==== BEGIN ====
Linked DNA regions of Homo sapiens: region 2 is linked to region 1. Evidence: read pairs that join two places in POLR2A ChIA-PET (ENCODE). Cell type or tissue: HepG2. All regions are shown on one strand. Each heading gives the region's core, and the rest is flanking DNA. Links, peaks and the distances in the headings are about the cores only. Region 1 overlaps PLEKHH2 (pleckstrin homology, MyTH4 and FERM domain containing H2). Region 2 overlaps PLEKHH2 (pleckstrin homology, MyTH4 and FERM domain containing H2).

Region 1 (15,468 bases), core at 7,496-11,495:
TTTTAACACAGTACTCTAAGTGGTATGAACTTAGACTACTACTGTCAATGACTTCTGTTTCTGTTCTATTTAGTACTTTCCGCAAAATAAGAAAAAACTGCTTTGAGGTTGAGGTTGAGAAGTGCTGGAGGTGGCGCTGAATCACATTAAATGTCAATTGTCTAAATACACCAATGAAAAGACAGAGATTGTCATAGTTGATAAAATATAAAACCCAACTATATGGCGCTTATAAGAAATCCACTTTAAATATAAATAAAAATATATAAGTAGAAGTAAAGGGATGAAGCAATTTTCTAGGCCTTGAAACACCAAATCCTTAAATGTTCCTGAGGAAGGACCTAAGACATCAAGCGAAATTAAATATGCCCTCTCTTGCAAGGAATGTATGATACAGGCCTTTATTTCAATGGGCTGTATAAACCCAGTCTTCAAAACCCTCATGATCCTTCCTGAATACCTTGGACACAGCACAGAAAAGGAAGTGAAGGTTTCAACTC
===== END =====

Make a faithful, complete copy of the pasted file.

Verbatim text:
Linked DNA regions of Homo sapiens: region 2 is linked to region 1. Evidence: read pairs that join two places in POLR2A ChIA-PET (ENCODE). Cell type or tissue: HepG2. All regions are shown on one strand. Each heading gives the region's core, and the rest is flanking DNA. Links, peaks and the distances in the headings are about the cores only. Region 1 overlaps PLEKHH2 (pleckstrin homology, MyTH4 and FERM domain containing H2). Region 2 overlaps PLEKHH2 (pleckstrin homology, MyTH4 and FERM domain containing H2).

Region 1 (15,468 bases), core at 7,496-11,495:
TTTTAACACAGTACTCTAAGTGGTATGAACTTAGACTACTACTGTCAATGACTTCTGTTTCTGTTCTATTTAGTACTTTCCGCAAAATAAGAAAAAACTGCTTTGAGGTTGAGGTTGAGAAGTGCTGGAGGTGGCGCTGAATCACATTAAATGTCAATTGTCTAAATACACCAATGAAAAGACAGAGATTGTCATAGTTGATAAAATATAAAACCCAACTATATGGCGCTTATAAGAAATCCACTTTAAATATAAATAAAAATATATAAGTAGAAGTAAAGGGATGAAGCAATTTTCTAGGCCTTGAAACACCAAATCCTTAAATGTTCCTGAGGAAGGACCTAAGACATCAAGCGAAATTAAATATGCCCTCTCTTGCAAGGAATGTATGATACAGGCCTTTATTTCAATGGGCTGTATAAACCCAGTCTTCAAAACCCTCATGATCCTTCCTGAATACCTTGGACACAGCACAGAAAAGGAAGTGAAGGTTTCAACTC